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Britain Considered Nuking Middle East Oil Fields if USSR Invaded, Documents Show

June 23, 2016
Saud bin Abdulaziz Al Saud ruled Saudi Arabia from 1953-1964. It is not known whether he was aware of the oil denial plans drawn up for the Kingdom. (Credit: DeGolyer Library, Southern Methodist University, Robert Yarnall Richie Photograph Collection.)

Saud bin Abdulaziz Al Saud ruled Saudi Arabia from 1932-1953. It is not known whether he was aware of the oil denial plans drawn up for the Kingdom. (Credit: DeGolyer Library, Southern Methodist University, Robert Yarnall Richie Photograph Collection.)

The United States and Great Britain concocted plans in the late 1940s to destroy Middle Eastern oil wells in case the Soviet Red Army ever decided to invade the region, according to a posting by the National Security Archive today. The plans changed over time but a version of them remained in place at least until the Kennedy administration.

Furthermore, British military officials went so far as to contemplate going nuclear to get the job done if suitable conventional weapons were not available.

These and other revelations appear in a group of records journalist Steve Everly uncovered through research at Britain’s National Archives. Everly first broke the story of the Truman administration authorizing plans to blow up petroleum facilities in a story for the Kansas City Star in 1996, co-written with Charles. R.T. Crumpley.

These activities contemplated by Washington and London would have constituted interventionism on a scale hard to imagine nowadays. (They bring to mind images of Kuwait’s smoldering oil fields after Saddam Hussein’s retreat in February 1991.) But a key point to keep in mind was the objective of blocking a Soviet invasion.

It’s easy in this day and age to forget the dread many in the West felt at the notion of advancing world communism. By 1948 and 1949, when Harry Truman signed NSC 26 and 26/2, approving the oil denial operations, Moscow had already subjugated the nations of Eastern Europe, the communist coup in Czechoslovakia had just taken place, and the Berlin Airlift was underway after the Soviets tried to blockade the city.

A couple of years earlier, Stalin had used brute military strength and subversion in the so-called northern tier states of Turkey and Iran to try to intimidate their governments into granting concessions. U.S. diplomats and intelligence officers serving in Iran in the late 1940s and early 1950s took it for granted the Red Army had its sights on the geographically strategic and oil-drenched Gulf states. John Waller, who was stationed in Iran at the time and later rose to become a senior CIA official, told this author in an interview several years ago that local authorities in the northern provinces of Iran assumed it wasn’t a matter of if but when the Soviets would come marching through.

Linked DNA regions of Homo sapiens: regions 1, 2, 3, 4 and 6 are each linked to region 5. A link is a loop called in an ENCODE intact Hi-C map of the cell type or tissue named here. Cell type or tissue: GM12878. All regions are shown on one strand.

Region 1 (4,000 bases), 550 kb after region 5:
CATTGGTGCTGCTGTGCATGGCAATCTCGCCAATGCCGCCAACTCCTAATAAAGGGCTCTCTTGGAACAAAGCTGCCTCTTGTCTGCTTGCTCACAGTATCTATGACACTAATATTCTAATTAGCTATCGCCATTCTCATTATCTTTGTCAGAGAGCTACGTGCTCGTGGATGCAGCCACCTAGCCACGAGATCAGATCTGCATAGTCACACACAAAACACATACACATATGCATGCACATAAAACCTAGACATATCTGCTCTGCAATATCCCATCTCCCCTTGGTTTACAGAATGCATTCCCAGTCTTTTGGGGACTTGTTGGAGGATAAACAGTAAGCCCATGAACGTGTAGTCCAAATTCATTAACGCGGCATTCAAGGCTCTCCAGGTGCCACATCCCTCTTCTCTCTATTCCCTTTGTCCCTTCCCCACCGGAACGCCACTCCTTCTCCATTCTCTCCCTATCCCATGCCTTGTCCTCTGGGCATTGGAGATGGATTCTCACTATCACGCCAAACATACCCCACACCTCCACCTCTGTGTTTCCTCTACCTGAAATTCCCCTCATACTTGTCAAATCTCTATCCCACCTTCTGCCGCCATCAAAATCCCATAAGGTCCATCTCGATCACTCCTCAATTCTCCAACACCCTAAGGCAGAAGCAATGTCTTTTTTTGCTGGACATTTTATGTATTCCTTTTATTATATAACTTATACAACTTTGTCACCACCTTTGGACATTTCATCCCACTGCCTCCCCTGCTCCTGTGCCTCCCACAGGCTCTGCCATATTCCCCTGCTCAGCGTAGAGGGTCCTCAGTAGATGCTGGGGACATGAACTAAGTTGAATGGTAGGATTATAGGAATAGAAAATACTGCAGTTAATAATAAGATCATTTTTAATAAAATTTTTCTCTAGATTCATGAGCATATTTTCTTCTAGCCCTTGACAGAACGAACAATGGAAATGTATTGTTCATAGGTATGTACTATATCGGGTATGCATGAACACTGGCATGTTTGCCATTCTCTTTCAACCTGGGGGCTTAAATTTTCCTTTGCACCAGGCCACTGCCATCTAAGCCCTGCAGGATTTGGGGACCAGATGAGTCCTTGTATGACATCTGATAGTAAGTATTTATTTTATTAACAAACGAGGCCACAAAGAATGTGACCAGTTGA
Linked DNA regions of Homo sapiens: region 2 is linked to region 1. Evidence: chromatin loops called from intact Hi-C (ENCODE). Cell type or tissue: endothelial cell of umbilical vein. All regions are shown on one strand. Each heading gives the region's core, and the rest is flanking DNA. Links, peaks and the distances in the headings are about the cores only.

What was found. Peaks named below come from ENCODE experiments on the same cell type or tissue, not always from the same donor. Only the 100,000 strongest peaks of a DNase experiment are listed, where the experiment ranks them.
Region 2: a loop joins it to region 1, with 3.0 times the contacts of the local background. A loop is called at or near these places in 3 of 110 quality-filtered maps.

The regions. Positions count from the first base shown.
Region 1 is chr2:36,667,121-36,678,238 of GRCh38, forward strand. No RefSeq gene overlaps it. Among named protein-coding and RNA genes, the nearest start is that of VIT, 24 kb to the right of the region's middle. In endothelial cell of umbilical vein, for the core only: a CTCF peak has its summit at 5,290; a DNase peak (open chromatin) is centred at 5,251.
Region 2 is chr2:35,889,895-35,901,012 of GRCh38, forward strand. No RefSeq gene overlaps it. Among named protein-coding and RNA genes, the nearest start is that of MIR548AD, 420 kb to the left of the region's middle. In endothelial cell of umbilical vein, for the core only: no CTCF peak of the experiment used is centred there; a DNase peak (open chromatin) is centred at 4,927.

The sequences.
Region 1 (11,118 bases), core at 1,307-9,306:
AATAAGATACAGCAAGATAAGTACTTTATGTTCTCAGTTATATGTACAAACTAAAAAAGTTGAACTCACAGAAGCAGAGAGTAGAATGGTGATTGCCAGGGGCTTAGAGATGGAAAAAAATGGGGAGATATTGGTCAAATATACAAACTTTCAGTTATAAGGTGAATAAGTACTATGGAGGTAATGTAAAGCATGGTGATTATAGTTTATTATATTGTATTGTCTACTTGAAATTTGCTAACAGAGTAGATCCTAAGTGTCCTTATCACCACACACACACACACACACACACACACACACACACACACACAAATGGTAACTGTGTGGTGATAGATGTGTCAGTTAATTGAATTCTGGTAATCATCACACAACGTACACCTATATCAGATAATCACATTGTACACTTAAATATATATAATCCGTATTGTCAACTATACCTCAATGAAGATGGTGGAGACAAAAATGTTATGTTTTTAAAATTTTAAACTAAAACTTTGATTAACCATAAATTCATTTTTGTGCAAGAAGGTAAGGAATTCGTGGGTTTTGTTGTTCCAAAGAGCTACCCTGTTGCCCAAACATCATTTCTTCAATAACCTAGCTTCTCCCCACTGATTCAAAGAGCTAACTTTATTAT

The Shah (right) with Fazlollah Zahedi, Mosaddeq's replacement as prime minister. (

The Shah (right) with Fazlollah Zahedi, Mosaddeq’s replacement as prime minister. (

Still, the idea of destroying another country’s industrial infrastructure is jarring. And this was Harry Truman, whose ideas on interventionism are usually seen as far less extreme than his successor, Dwight Eisenhower, who approved the infamous 1953 coup against Prime Minister Mohammad Mosaddeq, which Truman had rejected almost a year earlier.

Of course, the architects of the plans described in these documents would not have described themselves as interventionists. They saw themselves as saviors of not only the Western world (against a Soviet juggernaut intent on choking off vital oil supplies) but of the powerless Gulf states that would be condemned to years of harsh occupation. Difficult as it is for many to accept nowadays, this was also one of Eisenhower’s primary rationales for the 1953 coup. The British and even some of Ike’s advisers may have had other objectives including naked profiteering from the oil industry, but it is a mistake to overlook the motive of altruism (however self-deluding it was at times) when trying to understand the United States’ vision of itself in the modern world.

These documents uncovered by Steve Everly (see the related article on Politico) are also interesting from the standpoint of government classification/declassification decisions. Iran has been a super-sensitive topic for policymakers since the revolution of 1978-1979. Quantities of records on Iran from the archives of the United States, Britain, Russia and elsewhere have been withheld for decades on various grounds, notably the concern not to spark blowback inside Iran by hardliners looking for excuses to denounce the outside world.

The 1953 coup is the poster child here. (See here, for example.) Yet somehow the British (MI6, at least) are more comfortable with the world knowing some of their representatives contemplated nuking the sovereign states of the Gulf than they are acknowledging their part in a political operation that has been an open secret for decades.

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